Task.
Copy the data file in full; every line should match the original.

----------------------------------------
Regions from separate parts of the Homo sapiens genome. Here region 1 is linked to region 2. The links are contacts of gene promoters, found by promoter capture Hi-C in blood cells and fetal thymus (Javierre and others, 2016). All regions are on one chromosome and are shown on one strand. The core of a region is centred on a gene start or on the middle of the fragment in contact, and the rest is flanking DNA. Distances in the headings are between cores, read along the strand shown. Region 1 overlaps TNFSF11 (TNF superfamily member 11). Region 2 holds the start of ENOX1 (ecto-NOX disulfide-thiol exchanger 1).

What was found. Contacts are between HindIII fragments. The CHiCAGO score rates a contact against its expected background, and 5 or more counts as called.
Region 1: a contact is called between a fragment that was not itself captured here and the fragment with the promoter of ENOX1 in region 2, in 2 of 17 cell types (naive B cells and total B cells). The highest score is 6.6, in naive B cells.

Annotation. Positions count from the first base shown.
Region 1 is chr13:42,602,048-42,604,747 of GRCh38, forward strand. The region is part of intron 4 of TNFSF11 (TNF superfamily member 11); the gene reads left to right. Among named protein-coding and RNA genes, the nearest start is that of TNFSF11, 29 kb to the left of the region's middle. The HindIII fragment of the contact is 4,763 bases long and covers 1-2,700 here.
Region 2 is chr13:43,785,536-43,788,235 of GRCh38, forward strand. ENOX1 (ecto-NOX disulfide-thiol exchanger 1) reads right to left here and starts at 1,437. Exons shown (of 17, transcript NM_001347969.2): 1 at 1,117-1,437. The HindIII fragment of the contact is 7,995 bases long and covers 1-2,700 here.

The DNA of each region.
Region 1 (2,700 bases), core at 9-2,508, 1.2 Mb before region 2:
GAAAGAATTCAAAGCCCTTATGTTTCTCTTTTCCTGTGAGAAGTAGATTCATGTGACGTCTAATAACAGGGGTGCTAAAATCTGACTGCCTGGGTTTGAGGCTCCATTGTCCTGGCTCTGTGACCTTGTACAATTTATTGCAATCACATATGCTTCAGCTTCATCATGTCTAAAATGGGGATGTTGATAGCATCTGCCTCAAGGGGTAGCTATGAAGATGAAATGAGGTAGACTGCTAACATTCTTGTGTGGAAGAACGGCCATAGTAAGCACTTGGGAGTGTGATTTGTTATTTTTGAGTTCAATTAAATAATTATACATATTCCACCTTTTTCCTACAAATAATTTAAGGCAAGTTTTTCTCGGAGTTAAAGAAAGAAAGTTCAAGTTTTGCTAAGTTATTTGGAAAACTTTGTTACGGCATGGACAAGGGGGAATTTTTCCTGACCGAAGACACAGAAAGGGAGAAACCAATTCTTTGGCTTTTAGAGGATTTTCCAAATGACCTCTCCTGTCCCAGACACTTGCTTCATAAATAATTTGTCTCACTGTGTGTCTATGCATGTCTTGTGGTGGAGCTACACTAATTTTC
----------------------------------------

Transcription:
Regions from separate parts of the Homo sapiens genome. Here region 1 is linked to region 2. The links are contacts of gene promoters, found by promoter capture Hi-C in blood cells and fetal thymus (Javierre and others, 2016). All regions are on one chromosome and are shown on one strand. The core of a region is centred on a gene start or on the middle of the fragment in contact, and the rest is flanking DNA. Distances in the headings are between cores, read along the strand shown. Region 1 overlaps TNFSF11 (TNF superfamily member 11). Region 2 holds the start of ENOX1 (ecto-NOX disulfide-thiol exchanger 1).

What was found. Contacts are between HindIII fragments. The CHiCAGO score rates a contact against its expected background, and 5 or more counts as called.
Region 1: a contact is called between a fragment that was not itself captured here and the fragment with the promoter of ENOX1 in region 2, in 2 of 17 cell types (naive B cells and total B cells). The highest score is 6.6, in naive B cells.

Annotation. Positions count from the first base shown.
Region 1 is chr13:42,602,048-42,604,747 of GRCh38, forward strand. The region is part of intron 4 of TNFSF11 (TNF superfamily member 11); the gene reads left to right. Among named protein-coding and RNA genes, the nearest start is that of TNFSF11, 29 kb to the left of the region's middle. The HindIII fragment of the contact is 4,763 bases long and covers 1-2,700 here.
Region 2 is chr13:43,785,536-43,788,235 of GRCh38, forward strand. ENOX1 (ecto-NOX disulfide-thiol exchanger 1) reads right to left here and starts at 1,437. Exons shown (of 17, transcript NM_001347969.2): 1 at 1,117-1,437. The HindIII fragment of the contact is 7,995 bases long and covers 1-2,700 here.

The DNA of each region.
Region 1 (2,700 bases), core at 9-2,508, 1.2 Mb before region 2:
GAAAGAATTCAAAGCCCTTATGTTTCTCTTTTCCTGTGAGAAGTAGATTCATGTGACGTCTAATAACAGGGGTGCTAAAATCTGACTGCCTGGGTTTGAGGCTCCATTGTCCTGGCTCTGTGACCTTGTACAATTTATTGCAATCACATATGCTTCAGCTTCATCATGTCTAAAATGGGGATGTTGATAGCATCTGCCTCAAGGGGTAGCTATGAAGATGAAATGAGGTAGACTGCTAACATTCTTGTGTGGAAGAACGGCCATAGTAAGCACTTGGGAGTGTGATTTGTTATTTTTGAGTTCAATTAAATAATTATACATATTCCACCTTTTTCCTACAAATAATTTAAGGCAAGTTTTTCTCGGAGTTAAAGAAAGAAAGTTCAAGTTTTGCTAAGTTATTTGGAAAACTTTGTTACGGCATGGACAAGGGGGAATTTTTCCTGACCGAAGACACAGAAAGGGAGAAACCAATTCTTTGGCTTTTAGAGGATTTTCCAAATGACCTCTCCTGTCCCAGACACTTGCTTCATAAATAATTTGTCTCACTGTGTGTCTATGCATGTCTTGTGGTGGAGCTACACTAATTTTC